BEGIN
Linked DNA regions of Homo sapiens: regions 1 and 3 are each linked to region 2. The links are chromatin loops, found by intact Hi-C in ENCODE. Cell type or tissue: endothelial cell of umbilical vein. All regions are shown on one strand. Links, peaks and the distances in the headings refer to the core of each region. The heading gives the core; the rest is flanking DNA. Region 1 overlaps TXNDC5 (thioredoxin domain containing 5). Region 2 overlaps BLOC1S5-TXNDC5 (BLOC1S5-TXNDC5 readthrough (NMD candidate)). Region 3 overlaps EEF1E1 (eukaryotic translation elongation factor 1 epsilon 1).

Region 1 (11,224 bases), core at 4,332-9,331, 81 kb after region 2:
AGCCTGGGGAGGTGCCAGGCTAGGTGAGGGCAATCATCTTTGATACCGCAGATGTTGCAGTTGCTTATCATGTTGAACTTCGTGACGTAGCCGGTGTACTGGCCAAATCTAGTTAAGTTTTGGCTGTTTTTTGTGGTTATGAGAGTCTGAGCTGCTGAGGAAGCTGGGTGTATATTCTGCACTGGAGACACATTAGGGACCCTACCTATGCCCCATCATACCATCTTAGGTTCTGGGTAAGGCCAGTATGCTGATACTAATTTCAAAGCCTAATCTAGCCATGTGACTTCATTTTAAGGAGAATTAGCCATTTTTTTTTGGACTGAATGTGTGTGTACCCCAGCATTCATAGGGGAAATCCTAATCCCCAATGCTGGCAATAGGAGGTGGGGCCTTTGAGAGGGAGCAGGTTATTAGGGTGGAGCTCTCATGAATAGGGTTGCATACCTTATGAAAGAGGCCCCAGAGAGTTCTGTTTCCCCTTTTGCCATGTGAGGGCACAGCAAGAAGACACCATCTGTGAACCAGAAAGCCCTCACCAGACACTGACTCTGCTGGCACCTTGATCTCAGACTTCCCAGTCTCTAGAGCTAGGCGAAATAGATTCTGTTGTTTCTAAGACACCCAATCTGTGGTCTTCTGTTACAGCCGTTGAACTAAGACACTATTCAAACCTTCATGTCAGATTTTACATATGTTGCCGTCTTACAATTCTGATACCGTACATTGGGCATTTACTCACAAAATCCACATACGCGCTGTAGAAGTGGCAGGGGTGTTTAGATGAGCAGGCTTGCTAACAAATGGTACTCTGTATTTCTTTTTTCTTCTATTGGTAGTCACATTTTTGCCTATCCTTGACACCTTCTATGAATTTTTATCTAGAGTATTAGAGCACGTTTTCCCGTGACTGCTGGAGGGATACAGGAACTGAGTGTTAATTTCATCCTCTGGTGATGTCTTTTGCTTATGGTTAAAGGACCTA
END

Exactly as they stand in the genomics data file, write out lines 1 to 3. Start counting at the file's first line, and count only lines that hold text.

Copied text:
Linked DNA regions of Homo sapiens: regions 1 and 3 are each linked to region 2. The links are chromatin loops, found by intact Hi-C in ENCODE. Cell type or tissue: endothelial cell of umbilical vein. All regions are shown on one strand. Links, peaks and the distances in the headings refer to the core of each region. The heading gives the core; the rest is flanking DNA. Region 1 overlaps TXNDC5 (thioredoxin domain containing 5). Region 2 overlaps BLOC1S5-TXNDC5 (BLOC1S5-TXNDC5 readthrough (NMD candidate)). Region 3 overlaps EEF1E1 (eukaryotic translation elongation factor 1 epsilon 1).

Region 1 (11,224 bases), core at 4,332-9,331, 81 kb after region 2:
AGCCTGGGGAGGTGCCAGGCTAGGTGAGGGCAATCATCTTTGATACCGCAGATGTTGCAGTTGCTTATCATGTTGAACTTCGTGACGTAGCCGGTGTACTGGCCAAATCTAGTTAAGTTTTGGCTGTTTTTTGTGGTTATGAGAGTCTGAGCTGCTGAGGAAGCTGGGTGTATATTCTGCACTGGAGACACATTAGGGACCCTACCTATGCCCCATCATACCATCTTAGGTTCTGGGTAAGGCCAGTATGCTGATACTAATTTCAAAGCCTAATCTAGCCATGTGACTTCATTTTAAGGAGAATTAGCCATTTTTTTTTGGACTGAATGTGTGTGTACCCCAGCATTCATAGGGGAAATCCTAATCCCCAATGCTGGCAATAGGAGGTGGGGCCTTTGAGAGGGAGCAGGTTATTAGGGTGGAGCTCTCATGAATAGGGTTGCATACCTTATGAAAGAGGCCCCAGAGAGTTCTGTTTCCCCTTTTGCCATGTGAGGGCACAGCAAGAAGACACCATCTGTGAACCAGAAAGCCCTCACCAGACACTGACTCTGCTGGCACCTTGATCTCAGACTTCCCAGTCTCTAGAGCTAGGCGAAATAGATTCTGTTGTTTCTAAGACACCCAATCTGTGGTCTTCTGTTACAGCCGTTGAACTAAGACACTATTCAAACCTTCATGTCAGATTTTACATATGTTGCCGTCTTACAATTCTGATACCGTACATTGGGCATTTACTCACAAAATCCACATACGCGCTGTAGAAGTGGCAGGGGTGTTTAGATGAGCAGGCTTGCTAACAAATGGTACTCTGTATTTCTTTTTTCTTCTATTGGTAGTCACATTTTTGCCTATCCTTGACACCTTCTATGAATTTTTATCTAGAGTATTAGAGCACGTTTTCCCGTGACTGCTGGAGGGATACAGGAACTGAGTGTTAATTTCATCCTCTGGTGATGTCTTTTGCTTATGGTTAAAGGACCTA